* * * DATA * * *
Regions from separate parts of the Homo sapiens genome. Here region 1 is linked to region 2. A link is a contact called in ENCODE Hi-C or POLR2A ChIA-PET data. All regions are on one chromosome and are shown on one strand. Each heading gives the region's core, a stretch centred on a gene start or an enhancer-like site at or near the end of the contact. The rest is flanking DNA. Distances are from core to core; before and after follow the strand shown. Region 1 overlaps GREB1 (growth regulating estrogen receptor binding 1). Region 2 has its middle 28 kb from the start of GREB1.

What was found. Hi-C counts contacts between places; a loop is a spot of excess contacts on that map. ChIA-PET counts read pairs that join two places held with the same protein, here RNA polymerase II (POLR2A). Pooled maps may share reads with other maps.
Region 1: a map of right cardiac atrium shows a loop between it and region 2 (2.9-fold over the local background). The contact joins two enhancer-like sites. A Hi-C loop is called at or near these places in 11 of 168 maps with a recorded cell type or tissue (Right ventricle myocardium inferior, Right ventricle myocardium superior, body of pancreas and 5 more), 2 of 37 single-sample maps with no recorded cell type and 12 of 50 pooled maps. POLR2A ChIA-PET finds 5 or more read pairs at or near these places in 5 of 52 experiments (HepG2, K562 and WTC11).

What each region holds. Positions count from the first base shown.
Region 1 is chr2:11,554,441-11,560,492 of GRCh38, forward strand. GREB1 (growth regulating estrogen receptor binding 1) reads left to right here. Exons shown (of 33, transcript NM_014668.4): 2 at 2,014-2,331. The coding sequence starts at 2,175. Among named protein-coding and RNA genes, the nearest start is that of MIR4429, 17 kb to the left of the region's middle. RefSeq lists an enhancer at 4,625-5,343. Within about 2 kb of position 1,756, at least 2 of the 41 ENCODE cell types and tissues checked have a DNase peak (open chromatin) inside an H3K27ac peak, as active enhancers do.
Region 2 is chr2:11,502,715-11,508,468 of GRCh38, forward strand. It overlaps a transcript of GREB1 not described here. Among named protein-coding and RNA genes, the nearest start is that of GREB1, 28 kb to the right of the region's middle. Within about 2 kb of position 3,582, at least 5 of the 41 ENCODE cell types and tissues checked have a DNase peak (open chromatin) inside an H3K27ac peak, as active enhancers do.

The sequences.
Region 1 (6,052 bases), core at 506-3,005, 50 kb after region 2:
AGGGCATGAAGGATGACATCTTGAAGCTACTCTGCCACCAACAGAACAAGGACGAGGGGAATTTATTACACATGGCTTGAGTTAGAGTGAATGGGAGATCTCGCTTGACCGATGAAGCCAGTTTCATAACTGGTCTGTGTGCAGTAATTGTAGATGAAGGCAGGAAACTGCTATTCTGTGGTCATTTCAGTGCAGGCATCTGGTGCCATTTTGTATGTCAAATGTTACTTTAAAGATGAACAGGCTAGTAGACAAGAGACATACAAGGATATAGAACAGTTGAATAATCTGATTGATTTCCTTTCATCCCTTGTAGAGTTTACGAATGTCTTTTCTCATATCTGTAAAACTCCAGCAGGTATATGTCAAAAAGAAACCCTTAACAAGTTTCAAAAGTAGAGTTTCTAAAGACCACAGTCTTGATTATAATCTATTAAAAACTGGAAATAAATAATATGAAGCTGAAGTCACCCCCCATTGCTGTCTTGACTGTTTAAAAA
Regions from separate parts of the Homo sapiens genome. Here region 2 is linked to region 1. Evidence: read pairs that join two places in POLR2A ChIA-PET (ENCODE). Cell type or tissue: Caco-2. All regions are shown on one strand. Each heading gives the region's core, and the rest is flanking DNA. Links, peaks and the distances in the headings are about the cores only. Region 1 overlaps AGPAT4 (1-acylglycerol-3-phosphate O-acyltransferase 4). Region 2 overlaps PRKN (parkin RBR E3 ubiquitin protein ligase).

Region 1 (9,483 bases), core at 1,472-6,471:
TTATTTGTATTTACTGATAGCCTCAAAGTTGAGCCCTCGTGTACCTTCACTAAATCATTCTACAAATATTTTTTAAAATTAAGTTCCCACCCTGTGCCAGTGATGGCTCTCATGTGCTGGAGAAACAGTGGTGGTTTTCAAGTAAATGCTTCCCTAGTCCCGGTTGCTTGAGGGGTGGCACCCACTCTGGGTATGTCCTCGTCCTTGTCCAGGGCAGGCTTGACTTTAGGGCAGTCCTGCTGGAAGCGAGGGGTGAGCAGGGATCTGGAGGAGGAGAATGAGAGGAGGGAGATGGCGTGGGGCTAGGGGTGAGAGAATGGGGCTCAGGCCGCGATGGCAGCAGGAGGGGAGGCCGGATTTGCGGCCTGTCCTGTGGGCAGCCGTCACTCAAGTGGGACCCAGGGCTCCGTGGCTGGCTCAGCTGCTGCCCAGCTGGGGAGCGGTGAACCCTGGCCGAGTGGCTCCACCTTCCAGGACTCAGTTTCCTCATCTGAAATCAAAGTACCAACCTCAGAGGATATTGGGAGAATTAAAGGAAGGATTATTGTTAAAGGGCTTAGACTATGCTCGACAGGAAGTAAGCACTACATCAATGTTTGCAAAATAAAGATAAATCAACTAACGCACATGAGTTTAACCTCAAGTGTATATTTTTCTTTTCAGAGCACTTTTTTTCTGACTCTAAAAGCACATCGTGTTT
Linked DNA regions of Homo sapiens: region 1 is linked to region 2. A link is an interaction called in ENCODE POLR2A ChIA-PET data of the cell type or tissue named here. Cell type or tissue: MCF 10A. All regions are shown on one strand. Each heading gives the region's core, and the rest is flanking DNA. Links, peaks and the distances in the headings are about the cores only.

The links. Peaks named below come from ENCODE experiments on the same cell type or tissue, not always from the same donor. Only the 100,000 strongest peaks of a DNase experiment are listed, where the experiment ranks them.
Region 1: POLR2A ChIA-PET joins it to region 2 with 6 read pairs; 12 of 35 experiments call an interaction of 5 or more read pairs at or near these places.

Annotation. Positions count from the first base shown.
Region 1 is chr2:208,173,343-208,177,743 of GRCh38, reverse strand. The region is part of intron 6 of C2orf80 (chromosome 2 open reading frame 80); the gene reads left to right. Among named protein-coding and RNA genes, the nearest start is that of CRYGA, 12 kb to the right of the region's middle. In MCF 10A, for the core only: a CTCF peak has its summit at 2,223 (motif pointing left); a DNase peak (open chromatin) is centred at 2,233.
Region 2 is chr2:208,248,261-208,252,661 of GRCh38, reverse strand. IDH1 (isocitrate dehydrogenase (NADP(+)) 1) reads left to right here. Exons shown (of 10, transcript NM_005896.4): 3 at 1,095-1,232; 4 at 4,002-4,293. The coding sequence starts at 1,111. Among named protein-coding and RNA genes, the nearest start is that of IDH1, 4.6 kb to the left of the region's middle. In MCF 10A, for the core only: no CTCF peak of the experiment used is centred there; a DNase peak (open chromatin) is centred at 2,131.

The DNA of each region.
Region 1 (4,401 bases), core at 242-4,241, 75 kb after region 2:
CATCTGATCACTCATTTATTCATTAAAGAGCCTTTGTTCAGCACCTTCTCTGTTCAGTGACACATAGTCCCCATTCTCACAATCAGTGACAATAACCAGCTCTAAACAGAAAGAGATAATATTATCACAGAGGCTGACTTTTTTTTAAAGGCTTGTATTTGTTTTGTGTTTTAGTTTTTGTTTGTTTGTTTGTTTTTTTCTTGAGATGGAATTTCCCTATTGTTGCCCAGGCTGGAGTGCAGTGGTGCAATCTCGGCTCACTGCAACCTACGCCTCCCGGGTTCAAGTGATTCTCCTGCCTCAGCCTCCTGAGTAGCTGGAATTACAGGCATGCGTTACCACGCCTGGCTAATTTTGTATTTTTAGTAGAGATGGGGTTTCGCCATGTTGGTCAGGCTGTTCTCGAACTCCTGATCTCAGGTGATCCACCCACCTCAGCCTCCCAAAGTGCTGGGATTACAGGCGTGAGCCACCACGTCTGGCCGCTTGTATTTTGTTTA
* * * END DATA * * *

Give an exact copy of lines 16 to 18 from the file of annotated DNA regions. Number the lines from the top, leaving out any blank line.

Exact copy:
Annotation. Positions count from the first base shown.
Region 1 is chr2:208,173,343-208,177,743 of GRCh38, reverse strand. The region is part of intron 6 of C2orf80 (chromosome 2 open reading frame 80); the gene reads left to right. Among named protein-coding and RNA genes, the nearest start is that of CRYGA, 12 kb to the right of the region's middle. In MCF 10A, for the core only: a CTCF peak has its summit at 2,223 (motif pointing left); a DNase peak (open chromatin) is centred at 2,233.
Region 2 is chr2:208,248,261-208,252,661 of GRCh38, reverse strand. IDH1 (isocitrate dehydrogenase (NADP(+)) 1) reads left to right here. Exons shown (of 10, transcript NM_005896.4): 3 at 1,095-1,232; 4 at 4,002-4,293. The coding sequence starts at 1,111. Among named protein-coding and RNA genes, the nearest start is that of IDH1, 4.6 kb to the left of the region's middle. In MCF 10A, for the core only: no CTCF peak of the experiment used is centred there; a DNase peak (open chromatin) is centred at 2,131.